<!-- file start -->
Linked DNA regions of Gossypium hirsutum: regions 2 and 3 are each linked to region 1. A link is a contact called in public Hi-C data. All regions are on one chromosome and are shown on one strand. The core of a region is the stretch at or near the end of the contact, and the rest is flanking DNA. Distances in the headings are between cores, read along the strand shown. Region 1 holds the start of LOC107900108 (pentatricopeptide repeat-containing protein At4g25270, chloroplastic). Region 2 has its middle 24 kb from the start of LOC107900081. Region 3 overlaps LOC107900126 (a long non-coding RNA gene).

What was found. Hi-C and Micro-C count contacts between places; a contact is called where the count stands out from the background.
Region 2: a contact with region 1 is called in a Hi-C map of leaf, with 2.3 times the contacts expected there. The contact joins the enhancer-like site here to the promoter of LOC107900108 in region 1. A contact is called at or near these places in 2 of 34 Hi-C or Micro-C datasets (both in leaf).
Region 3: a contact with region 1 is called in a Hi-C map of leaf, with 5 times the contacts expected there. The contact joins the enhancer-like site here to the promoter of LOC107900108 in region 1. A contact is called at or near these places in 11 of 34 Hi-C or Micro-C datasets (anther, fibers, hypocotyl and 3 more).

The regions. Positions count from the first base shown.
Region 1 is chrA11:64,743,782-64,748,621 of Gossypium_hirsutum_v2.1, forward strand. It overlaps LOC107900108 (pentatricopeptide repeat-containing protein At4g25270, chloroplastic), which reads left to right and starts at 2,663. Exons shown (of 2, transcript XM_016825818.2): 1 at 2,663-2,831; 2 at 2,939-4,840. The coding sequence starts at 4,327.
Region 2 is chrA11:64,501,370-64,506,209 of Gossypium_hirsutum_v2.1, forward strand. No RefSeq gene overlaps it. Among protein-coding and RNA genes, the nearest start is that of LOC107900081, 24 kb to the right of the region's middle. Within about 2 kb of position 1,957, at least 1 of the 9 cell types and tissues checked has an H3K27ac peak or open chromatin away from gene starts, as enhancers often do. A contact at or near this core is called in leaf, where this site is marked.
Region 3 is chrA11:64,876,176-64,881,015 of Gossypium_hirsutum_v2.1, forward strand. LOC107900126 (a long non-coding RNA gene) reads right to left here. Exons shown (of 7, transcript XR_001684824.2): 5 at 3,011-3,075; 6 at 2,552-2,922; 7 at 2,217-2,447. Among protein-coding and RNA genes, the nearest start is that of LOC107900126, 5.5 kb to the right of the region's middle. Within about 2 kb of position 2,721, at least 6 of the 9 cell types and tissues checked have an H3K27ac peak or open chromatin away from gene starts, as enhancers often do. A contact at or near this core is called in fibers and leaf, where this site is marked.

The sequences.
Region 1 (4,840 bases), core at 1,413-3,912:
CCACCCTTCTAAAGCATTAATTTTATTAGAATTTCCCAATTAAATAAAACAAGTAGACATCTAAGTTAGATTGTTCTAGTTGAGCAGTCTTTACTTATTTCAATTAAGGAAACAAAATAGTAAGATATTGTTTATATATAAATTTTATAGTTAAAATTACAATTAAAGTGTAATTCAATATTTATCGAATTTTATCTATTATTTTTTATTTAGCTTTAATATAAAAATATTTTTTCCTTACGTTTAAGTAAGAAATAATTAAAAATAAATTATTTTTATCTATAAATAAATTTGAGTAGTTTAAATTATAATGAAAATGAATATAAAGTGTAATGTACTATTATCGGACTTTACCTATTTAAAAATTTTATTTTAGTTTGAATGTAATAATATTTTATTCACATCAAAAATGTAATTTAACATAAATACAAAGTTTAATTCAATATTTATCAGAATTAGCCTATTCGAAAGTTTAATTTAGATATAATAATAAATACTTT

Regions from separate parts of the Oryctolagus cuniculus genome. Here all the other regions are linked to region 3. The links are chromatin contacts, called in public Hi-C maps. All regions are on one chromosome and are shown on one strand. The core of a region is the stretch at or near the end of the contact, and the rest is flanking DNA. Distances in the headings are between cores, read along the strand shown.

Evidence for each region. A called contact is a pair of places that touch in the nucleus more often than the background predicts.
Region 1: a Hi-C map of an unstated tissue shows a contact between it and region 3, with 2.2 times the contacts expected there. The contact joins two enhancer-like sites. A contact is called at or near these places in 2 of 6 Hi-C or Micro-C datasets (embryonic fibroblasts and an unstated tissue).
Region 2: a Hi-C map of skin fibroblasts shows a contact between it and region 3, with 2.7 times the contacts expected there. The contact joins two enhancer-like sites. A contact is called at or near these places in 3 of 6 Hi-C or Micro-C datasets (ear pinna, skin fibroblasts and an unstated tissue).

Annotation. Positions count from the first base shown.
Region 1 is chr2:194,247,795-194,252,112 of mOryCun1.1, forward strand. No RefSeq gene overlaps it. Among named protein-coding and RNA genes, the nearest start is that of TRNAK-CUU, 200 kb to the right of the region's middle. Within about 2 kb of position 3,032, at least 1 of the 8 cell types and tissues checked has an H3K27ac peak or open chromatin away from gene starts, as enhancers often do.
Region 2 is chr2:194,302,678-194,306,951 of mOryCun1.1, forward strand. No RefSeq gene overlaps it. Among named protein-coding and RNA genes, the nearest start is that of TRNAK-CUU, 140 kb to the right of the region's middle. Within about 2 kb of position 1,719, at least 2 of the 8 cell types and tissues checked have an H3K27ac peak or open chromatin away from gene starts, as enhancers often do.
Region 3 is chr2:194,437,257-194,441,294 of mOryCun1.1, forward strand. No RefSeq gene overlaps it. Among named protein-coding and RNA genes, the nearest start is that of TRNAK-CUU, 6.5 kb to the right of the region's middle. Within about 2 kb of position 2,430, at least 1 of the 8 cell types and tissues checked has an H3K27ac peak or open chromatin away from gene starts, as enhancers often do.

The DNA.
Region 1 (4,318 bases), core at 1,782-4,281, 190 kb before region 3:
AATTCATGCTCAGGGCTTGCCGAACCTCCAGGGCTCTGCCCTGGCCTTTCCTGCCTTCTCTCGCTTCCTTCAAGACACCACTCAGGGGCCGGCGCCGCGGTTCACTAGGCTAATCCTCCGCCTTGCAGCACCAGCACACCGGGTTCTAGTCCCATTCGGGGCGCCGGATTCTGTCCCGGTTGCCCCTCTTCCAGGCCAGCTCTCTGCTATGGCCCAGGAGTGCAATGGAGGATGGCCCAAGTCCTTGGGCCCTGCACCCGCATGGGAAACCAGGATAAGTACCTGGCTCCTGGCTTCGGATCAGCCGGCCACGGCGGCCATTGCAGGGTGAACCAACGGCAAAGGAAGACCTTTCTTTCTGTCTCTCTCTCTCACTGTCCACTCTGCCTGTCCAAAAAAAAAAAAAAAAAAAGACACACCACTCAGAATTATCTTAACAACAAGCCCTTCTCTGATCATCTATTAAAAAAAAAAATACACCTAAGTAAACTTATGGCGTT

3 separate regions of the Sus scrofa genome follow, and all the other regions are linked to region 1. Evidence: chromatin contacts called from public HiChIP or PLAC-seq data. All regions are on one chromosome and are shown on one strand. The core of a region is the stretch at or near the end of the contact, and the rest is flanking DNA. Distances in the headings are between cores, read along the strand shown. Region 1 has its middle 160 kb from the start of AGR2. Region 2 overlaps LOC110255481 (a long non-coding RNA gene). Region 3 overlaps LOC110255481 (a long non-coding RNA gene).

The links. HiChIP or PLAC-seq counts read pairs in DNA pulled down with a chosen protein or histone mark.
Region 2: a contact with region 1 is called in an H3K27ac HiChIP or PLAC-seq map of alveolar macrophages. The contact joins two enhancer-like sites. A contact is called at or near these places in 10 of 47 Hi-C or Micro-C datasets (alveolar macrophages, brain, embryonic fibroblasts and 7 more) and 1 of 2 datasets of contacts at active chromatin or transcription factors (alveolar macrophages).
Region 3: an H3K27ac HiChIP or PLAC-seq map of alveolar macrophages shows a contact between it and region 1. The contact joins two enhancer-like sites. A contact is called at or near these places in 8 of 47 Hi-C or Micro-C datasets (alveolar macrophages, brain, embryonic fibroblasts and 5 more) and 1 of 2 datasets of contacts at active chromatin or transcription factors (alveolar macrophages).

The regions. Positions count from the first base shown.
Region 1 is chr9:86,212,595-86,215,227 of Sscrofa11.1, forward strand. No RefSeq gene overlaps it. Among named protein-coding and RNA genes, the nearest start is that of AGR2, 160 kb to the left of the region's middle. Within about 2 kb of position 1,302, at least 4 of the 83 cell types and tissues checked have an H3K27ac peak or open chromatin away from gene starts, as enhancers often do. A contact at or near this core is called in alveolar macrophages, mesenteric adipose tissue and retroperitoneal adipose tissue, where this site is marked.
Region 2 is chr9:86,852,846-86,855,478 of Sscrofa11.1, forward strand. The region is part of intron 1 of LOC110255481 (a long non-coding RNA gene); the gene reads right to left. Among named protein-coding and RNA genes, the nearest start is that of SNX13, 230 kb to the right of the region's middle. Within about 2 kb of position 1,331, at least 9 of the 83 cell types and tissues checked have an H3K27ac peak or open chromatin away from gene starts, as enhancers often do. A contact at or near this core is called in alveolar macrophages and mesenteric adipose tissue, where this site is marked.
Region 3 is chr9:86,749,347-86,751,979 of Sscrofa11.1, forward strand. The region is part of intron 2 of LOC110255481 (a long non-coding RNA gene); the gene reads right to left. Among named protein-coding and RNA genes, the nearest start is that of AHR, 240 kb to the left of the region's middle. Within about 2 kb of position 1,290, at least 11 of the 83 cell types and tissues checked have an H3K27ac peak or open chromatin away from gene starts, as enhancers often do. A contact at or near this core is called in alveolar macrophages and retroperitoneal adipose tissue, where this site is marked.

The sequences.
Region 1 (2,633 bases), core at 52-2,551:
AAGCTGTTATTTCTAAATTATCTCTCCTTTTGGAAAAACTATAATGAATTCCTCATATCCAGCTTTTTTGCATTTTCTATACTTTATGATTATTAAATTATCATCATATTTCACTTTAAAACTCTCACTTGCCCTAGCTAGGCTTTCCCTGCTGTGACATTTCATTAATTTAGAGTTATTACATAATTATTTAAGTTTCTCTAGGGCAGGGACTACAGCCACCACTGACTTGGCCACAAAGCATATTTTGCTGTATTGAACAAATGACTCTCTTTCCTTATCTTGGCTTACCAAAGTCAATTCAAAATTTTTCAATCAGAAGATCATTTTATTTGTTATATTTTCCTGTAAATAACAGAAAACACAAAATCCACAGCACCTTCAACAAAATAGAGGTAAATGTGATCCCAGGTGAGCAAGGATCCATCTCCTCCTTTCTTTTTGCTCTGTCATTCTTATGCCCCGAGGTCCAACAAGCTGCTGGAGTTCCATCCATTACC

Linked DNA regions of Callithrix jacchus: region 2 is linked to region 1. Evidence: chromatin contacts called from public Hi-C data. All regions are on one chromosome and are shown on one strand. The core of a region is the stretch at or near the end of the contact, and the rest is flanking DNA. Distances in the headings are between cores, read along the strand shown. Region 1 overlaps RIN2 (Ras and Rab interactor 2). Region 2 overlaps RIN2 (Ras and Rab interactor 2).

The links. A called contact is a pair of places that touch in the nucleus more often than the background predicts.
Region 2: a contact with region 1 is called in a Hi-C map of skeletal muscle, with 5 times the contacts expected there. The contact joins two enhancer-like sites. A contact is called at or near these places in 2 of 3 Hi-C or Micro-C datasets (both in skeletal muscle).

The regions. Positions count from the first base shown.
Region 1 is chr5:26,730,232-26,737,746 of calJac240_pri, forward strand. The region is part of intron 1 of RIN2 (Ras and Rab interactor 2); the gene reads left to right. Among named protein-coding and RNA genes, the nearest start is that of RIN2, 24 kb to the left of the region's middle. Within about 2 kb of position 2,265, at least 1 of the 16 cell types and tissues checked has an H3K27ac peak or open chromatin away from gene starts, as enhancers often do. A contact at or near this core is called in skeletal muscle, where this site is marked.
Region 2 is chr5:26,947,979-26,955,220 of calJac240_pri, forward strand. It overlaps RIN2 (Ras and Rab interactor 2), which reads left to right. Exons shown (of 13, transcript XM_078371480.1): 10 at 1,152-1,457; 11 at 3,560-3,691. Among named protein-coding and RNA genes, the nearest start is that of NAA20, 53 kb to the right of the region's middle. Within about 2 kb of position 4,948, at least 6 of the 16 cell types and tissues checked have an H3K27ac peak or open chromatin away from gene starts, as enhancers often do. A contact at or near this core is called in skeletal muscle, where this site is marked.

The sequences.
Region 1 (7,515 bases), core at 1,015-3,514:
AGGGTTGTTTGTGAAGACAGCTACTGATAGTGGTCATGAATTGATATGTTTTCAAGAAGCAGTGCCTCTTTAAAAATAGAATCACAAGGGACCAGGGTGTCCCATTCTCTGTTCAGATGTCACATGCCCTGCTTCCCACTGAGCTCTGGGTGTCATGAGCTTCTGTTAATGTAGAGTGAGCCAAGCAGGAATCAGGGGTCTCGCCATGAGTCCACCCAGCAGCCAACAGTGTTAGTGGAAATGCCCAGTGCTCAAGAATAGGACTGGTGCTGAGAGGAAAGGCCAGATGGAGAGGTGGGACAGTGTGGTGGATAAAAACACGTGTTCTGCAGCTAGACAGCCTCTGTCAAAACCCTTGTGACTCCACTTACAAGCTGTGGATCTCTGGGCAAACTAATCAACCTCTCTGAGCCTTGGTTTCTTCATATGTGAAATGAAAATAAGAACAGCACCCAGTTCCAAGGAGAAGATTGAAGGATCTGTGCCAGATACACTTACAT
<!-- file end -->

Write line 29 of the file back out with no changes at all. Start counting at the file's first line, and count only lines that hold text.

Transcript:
Region 2 is chr9:86,852,846-86,855,478 of Sscrofa11.1, forward strand. The region is part of intron 1 of LOC110255481 (a long non-coding RNA gene); the gene reads right to left. Among named protein-coding and RNA genes, the nearest start is that of SNX13, 230 kb to the right of the region's middle. Within about 2 kb of position 1,331, at least 9 of the 83 cell types and tissues checked have an H3K27ac peak or open chromatin away from gene starts, as enhancers often do. A contact at or near this core is called in alveolar macrophages and mesenteric adipose tissue, where this site is marked.